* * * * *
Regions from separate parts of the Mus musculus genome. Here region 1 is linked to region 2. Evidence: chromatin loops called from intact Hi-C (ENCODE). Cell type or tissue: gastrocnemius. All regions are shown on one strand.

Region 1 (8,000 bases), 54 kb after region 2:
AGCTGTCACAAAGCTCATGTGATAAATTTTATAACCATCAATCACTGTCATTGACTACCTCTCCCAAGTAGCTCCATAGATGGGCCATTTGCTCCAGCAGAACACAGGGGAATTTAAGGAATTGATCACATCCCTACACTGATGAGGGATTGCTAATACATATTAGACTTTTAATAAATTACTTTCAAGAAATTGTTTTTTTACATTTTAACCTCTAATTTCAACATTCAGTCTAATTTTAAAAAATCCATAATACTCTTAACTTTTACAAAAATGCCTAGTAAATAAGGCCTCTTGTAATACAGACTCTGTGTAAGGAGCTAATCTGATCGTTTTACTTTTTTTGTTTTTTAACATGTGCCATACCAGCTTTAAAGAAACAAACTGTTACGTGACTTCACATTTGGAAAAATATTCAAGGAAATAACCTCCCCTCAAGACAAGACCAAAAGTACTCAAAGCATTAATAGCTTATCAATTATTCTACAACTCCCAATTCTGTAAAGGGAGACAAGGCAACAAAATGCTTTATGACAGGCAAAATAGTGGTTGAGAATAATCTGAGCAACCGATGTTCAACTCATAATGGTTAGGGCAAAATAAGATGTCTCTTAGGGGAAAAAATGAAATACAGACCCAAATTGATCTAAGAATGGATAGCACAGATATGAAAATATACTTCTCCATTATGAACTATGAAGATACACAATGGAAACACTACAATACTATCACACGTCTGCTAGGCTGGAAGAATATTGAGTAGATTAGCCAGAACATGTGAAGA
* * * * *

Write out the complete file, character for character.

Regions from separate parts of the Mus musculus genome. Here region 1 is linked to region 2. Evidence: chromatin loops called from intact Hi-C (ENCODE). Cell type or tissue: gastrocnemius. All regions are shown on one strand.

Region 1 (8,000 bases), 54 kb after region 2:
AGCTGTCACAAAGCTCATGTGATAAATTTTATAACCATCAATCACTGTCATTGACTACCTCTCCCAAGTAGCTCCATAGATGGGCCATTTGCTCCAGCAGAACACAGGGGAATTTAAGGAATTGATCACATCCCTACACTGATGAGGGATTGCTAATACATATTAGACTTTTAATAAATTACTTTCAAGAAATTGTTTTTTTACATTTTAACCTCTAATTTCAACATTCAGTCTAATTTTAAAAAATCCATAATACTCTTAACTTTTACAAAAATGCCTAGTAAATAAGGCCTCTTGTAATACAGACTCTGTGTAAGGAGCTAATCTGATCGTTTTACTTTTTTTGTTTTTTAACATGTGCCATACCAGCTTTAAAGAAACAAACTGTTACGTGACTTCACATTTGGAAAAATATTCAAGGAAATAACCTCCCCTCAAGACAAGACCAAAAGTACTCAAAGCATTAATAGCTTATCAATTATTCTACAACTCCCAATTCTGTAAAGGGAGACAAGGCAACAAAATGCTTTATGACAGGCAAAATAGTGGTTGAGAATAATCTGAGCAACCGATGTTCAACTCATAATGGTTAGGGCAAAATAAGATGTCTCTTAGGGGAAAAAATGAAATACAGACCCAAATTGATCTAAGAATGGATAGCACAGATATGAAAATATACTTCTCCATTATGAACTATGAAGATACACAATGGAAACACTACAATACTATCACACGTCTGCTAGGCTGGAAGAATATTGAGTAGATTAGCCAGAACATGTGAAGA